Just as no gorilla can ever be sure that he won’t one day see David Attenborough’s face popping up through the ferns in his forest hideaway, so no fugitive from modern life, quietly tending his cassava patch in a remote piece of jungle, is entirely safe from the attentions of a television crew, rocking up to document his survival skills.
“Holy cow,” murmurs Kevin McCloud, surveying a majestic glass and timber house rising from the rockface of a tiny desert island in the Tongan archipelago, lapped by the turquoise waters of the Pacific Ocean. Kevin’s host, Boris von Engelbrechten, who used to work as a hotel manager in the UK, looks pleased – as well he might: he built the house by hand with materials sourced from the island.
McCloud is moved to such expressions quite a bit in his new series, Escape to the Wild, stunned by the daily challenges that face his pioneering hosts. Gone is the urbane presenter of Grand Designs, judiciously assessing the follies and fantasies of the British self-builder.
Here instead is McCloud recoiling in horror at the sight of a large scorpion sharing his bedroom on his first night in the Belize jungle. Or learning on a visit to the Swedish Arctic that if he wants a glass of water he must fetch it
from the river, first breaking the ice. As one host tells him: “Here you either fit in or eff-off.”
The series nearly didn’t get made, McCloud says: “We’d been talking to Channel 4 about it, then heard that Ben Fogle had already done something similar. But my producer said, ‘You’re not Ben Fogle and you’re not Bear Grylls – we’ll make it in a different way.’”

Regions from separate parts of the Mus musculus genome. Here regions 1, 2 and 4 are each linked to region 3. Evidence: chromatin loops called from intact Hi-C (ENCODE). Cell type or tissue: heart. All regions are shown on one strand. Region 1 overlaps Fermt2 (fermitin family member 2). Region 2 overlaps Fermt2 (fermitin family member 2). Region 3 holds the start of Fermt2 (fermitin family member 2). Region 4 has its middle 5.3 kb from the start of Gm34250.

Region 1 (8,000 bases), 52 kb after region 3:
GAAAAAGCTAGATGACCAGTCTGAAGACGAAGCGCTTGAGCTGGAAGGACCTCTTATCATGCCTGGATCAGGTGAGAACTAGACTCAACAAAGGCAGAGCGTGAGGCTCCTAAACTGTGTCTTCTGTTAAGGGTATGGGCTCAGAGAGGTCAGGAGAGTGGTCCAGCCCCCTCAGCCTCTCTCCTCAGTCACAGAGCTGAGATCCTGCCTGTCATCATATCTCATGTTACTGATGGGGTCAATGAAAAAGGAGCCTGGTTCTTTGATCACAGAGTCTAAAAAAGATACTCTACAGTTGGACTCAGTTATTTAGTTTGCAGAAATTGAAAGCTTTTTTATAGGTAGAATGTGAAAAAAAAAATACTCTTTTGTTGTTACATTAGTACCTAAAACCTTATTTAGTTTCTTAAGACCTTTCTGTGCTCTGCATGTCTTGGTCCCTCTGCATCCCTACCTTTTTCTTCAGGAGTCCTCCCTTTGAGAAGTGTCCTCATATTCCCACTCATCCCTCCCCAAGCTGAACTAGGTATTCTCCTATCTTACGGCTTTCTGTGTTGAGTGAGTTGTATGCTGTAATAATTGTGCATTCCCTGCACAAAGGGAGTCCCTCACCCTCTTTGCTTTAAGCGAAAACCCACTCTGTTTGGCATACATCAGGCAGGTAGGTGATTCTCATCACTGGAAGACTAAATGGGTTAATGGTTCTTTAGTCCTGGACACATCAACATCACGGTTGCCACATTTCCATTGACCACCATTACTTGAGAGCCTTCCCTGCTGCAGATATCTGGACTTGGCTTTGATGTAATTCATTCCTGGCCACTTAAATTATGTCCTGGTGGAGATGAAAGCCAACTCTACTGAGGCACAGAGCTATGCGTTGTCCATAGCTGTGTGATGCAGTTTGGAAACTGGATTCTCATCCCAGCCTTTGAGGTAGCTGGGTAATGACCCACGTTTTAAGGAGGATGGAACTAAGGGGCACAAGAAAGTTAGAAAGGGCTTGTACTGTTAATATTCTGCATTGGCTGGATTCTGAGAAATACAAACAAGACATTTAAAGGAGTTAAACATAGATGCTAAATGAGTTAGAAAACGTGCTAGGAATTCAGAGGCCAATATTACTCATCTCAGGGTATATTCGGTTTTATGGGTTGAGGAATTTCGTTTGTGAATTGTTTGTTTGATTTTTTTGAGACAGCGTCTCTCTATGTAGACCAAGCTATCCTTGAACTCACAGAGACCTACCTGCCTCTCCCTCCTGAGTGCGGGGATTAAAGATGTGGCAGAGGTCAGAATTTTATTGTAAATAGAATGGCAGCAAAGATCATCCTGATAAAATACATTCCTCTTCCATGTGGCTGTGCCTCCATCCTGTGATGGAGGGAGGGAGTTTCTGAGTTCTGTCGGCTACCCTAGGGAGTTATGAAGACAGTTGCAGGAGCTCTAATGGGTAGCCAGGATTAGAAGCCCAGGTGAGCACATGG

Thus while McCloud gamely plucks a chicken for dinner, having first wrung its neck, or swims into a coastal cave with a spade to harvest bat excrement, he is, as he frankly admits, way outside his comfort zone.
In each of the four episodes McCloud meets British couples who have left conventional lives and city jobs in favour of a low-impact life, self-sufficiency and a connection with the environment – sometimes rather too close a connection.
One family lives next to a volcano; on their idyllic Tongan island the von Engelbrechten family regularly experiences earthquakes and hurricanes. The Atkinson family in Belize have lost two dogs to a jaguar and several hens to snakes, and Richard Atkinson patrols his property with a loaded gun.
“This is powerful wilderness and there is an oddity in people being drawn to extreme beauty and extreme danger,” observes McCloud. In the Swedish Arctic, Richard and Clare live completely off-grid, with only 54 huskies for company. “It’s very cold so you’re up every hour and a half feeding a fire to keep warm,” says McCloud.
“There is no light, no electricity, no solar panels, no tap. The physical and psychological demands exhausted me in a week but they thrive on it. They prefer to go and collect water from the river and break the ice because it puts them in touch with that resource more primally. They enjoy the purity of that.
Three of the families have young children. “There are hundreds of individuals out there living in these remote places,” says McCloud, “but with families it’s quite different. The parents say they’re doing this as a team – without the children it doesn’t work. And they are treated as partners in the venture.”
In Belize the Atkinson family drive to a rubbish dump to glean materials for their “earth ship”, a fantastical Gaudíesque building built largely of tyres and bottles. As the girls, aged nine and 11, pick their way through rats and broken glass, no one warns them to be careful.
On his island home in Tonga, one of the von Engelbrechten boys scales an 80-foot coconut palm while his parents chat on the shore below, apparently unconcerned.
“There is a moral question,” admits McCloud. “Would the children have chosen this life? But I think it is every parent’s duty to make decisions for their offspring and I think any parent of a child who is stuck to a screen in their bedroom would be attracted to the life these kids have.
I’d say all of them will go into whatever world they choose as adults with tremendous maturity and ease. When you’ve had to kill a snake with a machete aged eight, you’ll be OK.”